Less than one year after the adoption of the Massachusetts State Constitution, a brave enslaved woman challenged the document’s proposed principles. Motivated by the promise of liberty, Elizabeth Freeman, born as “Mum Bett,” became the first African American woman to successfully file a lawsuit for freedom in the state of Massachusetts. This case marked the beginning of a group of “freedom suits” that would ultimately lead the Massachusetts Supreme Judicial Court to outlaw slavery in their state.
Mum Bett was born in Claverack, Columbia County, New York as a slave. Although her exact birthdate is unknown, it is believed that she was born around the year 1744. She grew up on the plantation of Pieter Hogeboom with her younger sister Lizzie. When Hogeboom’s daughter married Colonel John Ashley, he gave Bett and her sister to the new couple. During her time at the Ashley’s, Bett gave birth to a daughter, but the identity of the father is unknown. Although she could not read or write, Bett was clever and strategic. It is reported that Mrs. Ashley was cruel to her slaves. One day she attempted to strike Bett’s sister with a heated kitchen shovel. Bett protected her sister by blocking Mrs. Ashley’s strike but received a serious wound on her arm that never healed. Instead of covering her arm, she left her wound visible as evidence of her mistreatment.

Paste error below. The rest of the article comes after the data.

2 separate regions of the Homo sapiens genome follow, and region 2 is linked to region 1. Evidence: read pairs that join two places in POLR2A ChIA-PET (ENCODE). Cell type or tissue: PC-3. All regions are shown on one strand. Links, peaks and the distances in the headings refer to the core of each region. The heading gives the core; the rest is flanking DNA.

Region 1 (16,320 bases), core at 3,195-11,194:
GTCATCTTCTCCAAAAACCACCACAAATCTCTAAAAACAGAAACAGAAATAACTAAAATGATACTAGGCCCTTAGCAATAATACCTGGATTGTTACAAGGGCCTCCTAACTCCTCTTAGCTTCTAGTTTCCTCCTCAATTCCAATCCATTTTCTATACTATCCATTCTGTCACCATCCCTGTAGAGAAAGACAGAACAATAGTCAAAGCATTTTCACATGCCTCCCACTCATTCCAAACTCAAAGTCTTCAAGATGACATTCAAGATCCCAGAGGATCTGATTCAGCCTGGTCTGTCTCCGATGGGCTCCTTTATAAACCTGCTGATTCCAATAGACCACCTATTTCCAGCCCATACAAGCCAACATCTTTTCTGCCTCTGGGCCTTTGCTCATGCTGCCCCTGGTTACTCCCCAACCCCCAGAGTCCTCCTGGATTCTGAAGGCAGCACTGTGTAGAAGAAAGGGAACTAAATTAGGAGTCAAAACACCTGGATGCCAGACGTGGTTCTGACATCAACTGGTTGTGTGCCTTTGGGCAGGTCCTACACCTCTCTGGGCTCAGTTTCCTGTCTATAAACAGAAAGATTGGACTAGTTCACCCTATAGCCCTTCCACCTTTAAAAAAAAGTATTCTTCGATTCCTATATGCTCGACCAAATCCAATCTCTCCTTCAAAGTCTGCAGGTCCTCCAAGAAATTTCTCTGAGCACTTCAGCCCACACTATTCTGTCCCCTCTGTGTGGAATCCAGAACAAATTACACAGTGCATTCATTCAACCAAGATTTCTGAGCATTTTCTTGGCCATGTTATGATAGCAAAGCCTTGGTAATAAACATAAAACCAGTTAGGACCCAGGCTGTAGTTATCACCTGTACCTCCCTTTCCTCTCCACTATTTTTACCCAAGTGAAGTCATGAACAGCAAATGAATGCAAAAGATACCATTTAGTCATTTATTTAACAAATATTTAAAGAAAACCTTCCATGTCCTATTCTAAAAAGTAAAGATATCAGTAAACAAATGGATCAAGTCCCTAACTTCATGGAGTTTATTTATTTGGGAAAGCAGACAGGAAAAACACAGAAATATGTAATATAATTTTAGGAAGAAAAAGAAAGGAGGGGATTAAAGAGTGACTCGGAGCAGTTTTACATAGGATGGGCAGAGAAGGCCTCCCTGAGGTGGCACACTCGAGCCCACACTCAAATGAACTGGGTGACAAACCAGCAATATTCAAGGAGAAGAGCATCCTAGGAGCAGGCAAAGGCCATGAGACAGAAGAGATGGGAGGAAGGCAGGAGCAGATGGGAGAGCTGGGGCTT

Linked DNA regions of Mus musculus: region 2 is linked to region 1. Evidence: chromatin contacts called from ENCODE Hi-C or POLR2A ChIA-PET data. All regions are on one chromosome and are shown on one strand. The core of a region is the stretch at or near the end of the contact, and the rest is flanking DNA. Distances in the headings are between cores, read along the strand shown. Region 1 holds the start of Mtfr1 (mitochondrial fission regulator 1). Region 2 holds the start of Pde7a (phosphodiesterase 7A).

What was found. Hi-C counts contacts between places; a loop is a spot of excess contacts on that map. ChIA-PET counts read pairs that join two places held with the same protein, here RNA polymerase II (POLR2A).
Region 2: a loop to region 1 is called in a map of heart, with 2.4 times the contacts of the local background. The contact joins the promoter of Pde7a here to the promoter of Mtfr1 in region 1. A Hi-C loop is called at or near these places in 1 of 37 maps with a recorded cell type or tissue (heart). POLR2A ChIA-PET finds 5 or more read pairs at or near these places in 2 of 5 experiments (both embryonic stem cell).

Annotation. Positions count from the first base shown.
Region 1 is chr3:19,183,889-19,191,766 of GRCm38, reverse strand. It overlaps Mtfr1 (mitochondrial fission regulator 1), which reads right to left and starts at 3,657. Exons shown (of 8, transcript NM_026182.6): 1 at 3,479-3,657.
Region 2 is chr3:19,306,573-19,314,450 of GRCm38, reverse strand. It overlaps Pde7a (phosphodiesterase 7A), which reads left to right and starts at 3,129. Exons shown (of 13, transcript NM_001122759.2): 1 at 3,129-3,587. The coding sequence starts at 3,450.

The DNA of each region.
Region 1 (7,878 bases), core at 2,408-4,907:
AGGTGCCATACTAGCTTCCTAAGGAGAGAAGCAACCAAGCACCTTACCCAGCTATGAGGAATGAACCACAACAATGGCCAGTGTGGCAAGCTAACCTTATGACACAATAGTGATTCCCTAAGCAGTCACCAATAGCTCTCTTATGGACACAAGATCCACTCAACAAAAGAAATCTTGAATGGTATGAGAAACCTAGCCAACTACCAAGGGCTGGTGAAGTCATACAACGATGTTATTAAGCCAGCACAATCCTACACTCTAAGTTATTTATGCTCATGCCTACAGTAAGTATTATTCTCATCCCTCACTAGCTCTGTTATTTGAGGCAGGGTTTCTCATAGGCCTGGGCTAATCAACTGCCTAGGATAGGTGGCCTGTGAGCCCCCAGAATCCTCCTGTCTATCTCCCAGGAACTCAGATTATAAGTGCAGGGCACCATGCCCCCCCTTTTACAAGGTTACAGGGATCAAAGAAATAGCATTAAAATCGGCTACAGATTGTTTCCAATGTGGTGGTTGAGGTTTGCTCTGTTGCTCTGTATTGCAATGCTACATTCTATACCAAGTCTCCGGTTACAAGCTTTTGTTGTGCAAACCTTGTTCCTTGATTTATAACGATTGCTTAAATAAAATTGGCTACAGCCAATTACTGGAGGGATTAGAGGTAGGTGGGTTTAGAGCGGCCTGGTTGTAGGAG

Bett was determined to gain her freedom. Her master, Colonel Ashley, was a wealthy citizen of Sheffield, Massachusetts. He served as a judge of the Berkshire Court of Common Pleas. In January of 1773, he moderated the local committee that wrote the Sheffield Declaration. This declaration was approved on January 12, 1773. It stated that “mankind in a state of nature are equal, free, and independent of each other, and have a right to the undisturbed enjoyment of their lives, their liberty and property.” This same language was used in the United States Declaration of Independence of 1776 and in the Massachusetts Constitution of 1780. Evidence suggests that Bett overheard these ideas when Colonel Ashley held events in his home and when the documents were read aloud in the public square. Seeking freedom, Bett turned to Theodore Sedgwick, a prominent attorney who helped draft the Sheffield Declaration with Colonel Ashley. Bett, along with an enslaved man named Brom, began the process of fighting for their freedom. Historians note that Sedgwick, along with many of the lawyers in the area, decided to use the case as a “test case” to determine if slavery was constitutional under the new Massachusetts Constitution.